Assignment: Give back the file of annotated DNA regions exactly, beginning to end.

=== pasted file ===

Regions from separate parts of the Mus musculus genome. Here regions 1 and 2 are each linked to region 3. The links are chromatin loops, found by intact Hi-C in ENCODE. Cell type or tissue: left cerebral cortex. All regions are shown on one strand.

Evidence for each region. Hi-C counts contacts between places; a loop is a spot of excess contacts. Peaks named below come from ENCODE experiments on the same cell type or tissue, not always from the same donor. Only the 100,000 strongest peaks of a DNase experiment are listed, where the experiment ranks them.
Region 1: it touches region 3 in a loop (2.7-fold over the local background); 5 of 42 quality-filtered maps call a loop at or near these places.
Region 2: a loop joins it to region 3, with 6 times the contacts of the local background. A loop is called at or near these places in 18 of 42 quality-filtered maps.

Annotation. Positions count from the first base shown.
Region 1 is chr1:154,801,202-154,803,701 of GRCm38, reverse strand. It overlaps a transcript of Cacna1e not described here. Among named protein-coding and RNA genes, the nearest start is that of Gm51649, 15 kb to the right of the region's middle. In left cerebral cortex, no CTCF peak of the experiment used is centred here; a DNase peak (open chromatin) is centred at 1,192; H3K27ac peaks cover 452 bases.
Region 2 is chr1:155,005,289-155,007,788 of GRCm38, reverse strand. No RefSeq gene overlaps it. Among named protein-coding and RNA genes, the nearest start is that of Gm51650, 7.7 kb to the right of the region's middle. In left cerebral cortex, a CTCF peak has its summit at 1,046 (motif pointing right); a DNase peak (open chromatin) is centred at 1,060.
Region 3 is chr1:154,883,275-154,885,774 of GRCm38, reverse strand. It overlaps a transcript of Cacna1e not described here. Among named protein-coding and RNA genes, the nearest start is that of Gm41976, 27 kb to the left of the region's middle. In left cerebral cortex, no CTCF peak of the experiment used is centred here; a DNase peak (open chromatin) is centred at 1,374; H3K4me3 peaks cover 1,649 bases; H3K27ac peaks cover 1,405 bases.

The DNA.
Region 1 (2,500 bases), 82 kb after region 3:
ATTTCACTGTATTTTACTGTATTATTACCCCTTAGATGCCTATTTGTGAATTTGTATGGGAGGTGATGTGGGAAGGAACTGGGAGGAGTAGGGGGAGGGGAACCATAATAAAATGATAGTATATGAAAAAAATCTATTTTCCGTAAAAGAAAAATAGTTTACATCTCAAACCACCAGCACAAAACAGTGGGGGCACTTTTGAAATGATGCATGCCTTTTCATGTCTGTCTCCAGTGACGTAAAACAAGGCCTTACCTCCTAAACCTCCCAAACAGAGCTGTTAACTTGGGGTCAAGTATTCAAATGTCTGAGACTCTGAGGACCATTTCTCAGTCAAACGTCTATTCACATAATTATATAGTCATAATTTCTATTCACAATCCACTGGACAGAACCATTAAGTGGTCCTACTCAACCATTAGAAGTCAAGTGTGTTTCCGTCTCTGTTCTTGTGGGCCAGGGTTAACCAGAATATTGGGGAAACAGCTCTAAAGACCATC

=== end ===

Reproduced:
Regions from separate parts of the Mus musculus genome. Here regions 1 and 2 are each linked to region 3. The links are chromatin loops, found by intact Hi-C in ENCODE. Cell type or tissue: left cerebral cortex. All regions are shown on one strand.

Evidence for each region. Hi-C counts contacts between places; a loop is a spot of excess contacts. Peaks named below come from ENCODE experiments on the same cell type or tissue, not always from the same donor. Only the 100,000 strongest peaks of a DNase experiment are listed, where the experiment ranks them.
Region 1: it touches region 3 in a loop (2.7-fold over the local background); 5 of 42 quality-filtered maps call a loop at or near these places.
Region 2: a loop joins it to region 3, with 6 times the contacts of the local background. A loop is called at or near these places in 18 of 42 quality-filtered maps.

Annotation. Positions count from the first base shown.
Region 1 is chr1:154,801,202-154,803,701 of GRCm38, reverse strand. It overlaps a transcript of Cacna1e not described here. Among named protein-coding and RNA genes, the nearest start is that of Gm51649, 15 kb to the right of the region's middle. In left cerebral cortex, no CTCF peak of the experiment used is centred here; a DNase peak (open chromatin) is centred at 1,192; H3K27ac peaks cover 452 bases.
Region 2 is chr1:155,005,289-155,007,788 of GRCm38, reverse strand. No RefSeq gene overlaps it. Among named protein-coding and RNA genes, the nearest start is that of Gm51650, 7.7 kb to the right of the region's middle. In left cerebral cortex, a CTCF peak has its summit at 1,046 (motif pointing right); a DNase peak (open chromatin) is centred at 1,060.
Region 3 is chr1:154,883,275-154,885,774 of GRCm38, reverse strand. It overlaps a transcript of Cacna1e not described here. Among named protein-coding and RNA genes, the nearest start is that of Gm41976, 27 kb to the left of the region's middle. In left cerebral cortex, no CTCF peak of the experiment used is centred here; a DNase peak (open chromatin) is centred at 1,374; H3K4me3 peaks cover 1,649 bases; H3K27ac peaks cover 1,405 bases.

The DNA.
Region 1 (2,500 bases), 82 kb after region 3:
ATTTCACTGTATTTTACTGTATTATTACCCCTTAGATGCCTATTTGTGAATTTGTATGGGAGGTGATGTGGGAAGGAACTGGGAGGAGTAGGGGGAGGGGAACCATAATAAAATGATAGTATATGAAAAAAATCTATTTTCCGTAAAAGAAAAATAGTTTACATCTCAAACCACCAGCACAAAACAGTGGGGGCACTTTTGAAATGATGCATGCCTTTTCATGTCTGTCTCCAGTGACGTAAAACAAGGCCTTACCTCCTAAACCTCCCAAACAGAGCTGTTAACTTGGGGTCAAGTATTCAAATGTCTGAGACTCTGAGGACCATTTCTCAGTCAAACGTCTATTCACATAATTATATAGTCATAATTTCTATTCACAATCCACTGGACAGAACCATTAAGTGGTCCTACTCAACCATTAGAAGTCAAGTGTGTTTCCGTCTCTGTTCTTGTGGGCCAGGGTTAACCAGAATATTGGGGAAACAGCTCTAAAGACCATC